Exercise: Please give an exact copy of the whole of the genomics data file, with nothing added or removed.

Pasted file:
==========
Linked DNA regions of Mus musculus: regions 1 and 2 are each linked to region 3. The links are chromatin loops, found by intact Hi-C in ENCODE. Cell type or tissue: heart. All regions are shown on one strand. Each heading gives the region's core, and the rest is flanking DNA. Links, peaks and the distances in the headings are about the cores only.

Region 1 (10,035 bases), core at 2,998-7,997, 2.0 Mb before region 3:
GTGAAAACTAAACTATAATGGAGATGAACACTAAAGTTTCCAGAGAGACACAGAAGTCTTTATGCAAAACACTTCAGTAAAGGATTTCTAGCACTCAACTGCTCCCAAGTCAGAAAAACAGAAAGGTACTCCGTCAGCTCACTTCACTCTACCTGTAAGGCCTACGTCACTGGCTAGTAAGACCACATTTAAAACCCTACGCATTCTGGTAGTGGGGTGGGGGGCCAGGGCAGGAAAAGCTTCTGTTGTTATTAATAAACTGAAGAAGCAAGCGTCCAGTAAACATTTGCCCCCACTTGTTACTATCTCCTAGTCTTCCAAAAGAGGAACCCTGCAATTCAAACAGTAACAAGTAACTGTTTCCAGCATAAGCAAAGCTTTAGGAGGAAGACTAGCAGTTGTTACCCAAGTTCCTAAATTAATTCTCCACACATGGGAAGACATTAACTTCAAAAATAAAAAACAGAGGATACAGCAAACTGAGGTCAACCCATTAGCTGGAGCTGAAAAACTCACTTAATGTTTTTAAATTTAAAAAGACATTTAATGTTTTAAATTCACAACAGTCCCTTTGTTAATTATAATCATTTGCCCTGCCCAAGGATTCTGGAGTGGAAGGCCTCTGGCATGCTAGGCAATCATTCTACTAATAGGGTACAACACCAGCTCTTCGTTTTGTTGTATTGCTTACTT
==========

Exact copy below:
Linked DNA regions of Mus musculus: regions 1 and 2 are each linked to region 3. The links are chromatin loops, found by intact Hi-C in ENCODE. Cell type or tissue: heart. All regions are shown on one strand. Each heading gives the region's core, and the rest is flanking DNA. Links, peaks and the distances in the headings are about the cores only.

Region 1 (10,035 bases), core at 2,998-7,997, 2.0 Mb before region 3:
GTGAAAACTAAACTATAATGGAGATGAACACTAAAGTTTCCAGAGAGACACAGAAGTCTTTATGCAAAACACTTCAGTAAAGGATTTCTAGCACTCAACTGCTCCCAAGTCAGAAAAACAGAAAGGTACTCCGTCAGCTCACTTCACTCTACCTGTAAGGCCTACGTCACTGGCTAGTAAGACCACATTTAAAACCCTACGCATTCTGGTAGTGGGGTGGGGGGCCAGGGCAGGAAAAGCTTCTGTTGTTATTAATAAACTGAAGAAGCAAGCGTCCAGTAAACATTTGCCCCCACTTGTTACTATCTCCTAGTCTTCCAAAAGAGGAACCCTGCAATTCAAACAGTAACAAGTAACTGTTTCCAGCATAAGCAAAGCTTTAGGAGGAAGACTAGCAGTTGTTACCCAAGTTCCTAAATTAATTCTCCACACATGGGAAGACATTAACTTCAAAAATAAAAAACAGAGGATACAGCAAACTGAGGTCAACCCATTAGCTGGAGCTGAAAAACTCACTTAATGTTTTTAAATTTAAAAAGACATTTAATGTTTTAAATTCACAACAGTCCCTTTGTTAATTATAATCATTTGCCCTGCCCAAGGATTCTGGAGTGGAAGGCCTCTGGCATGCTAGGCAATCATTCTACTAATAGGGTACAACACCAGCTCTTCGTTTTGTTGTATTGCTTACTT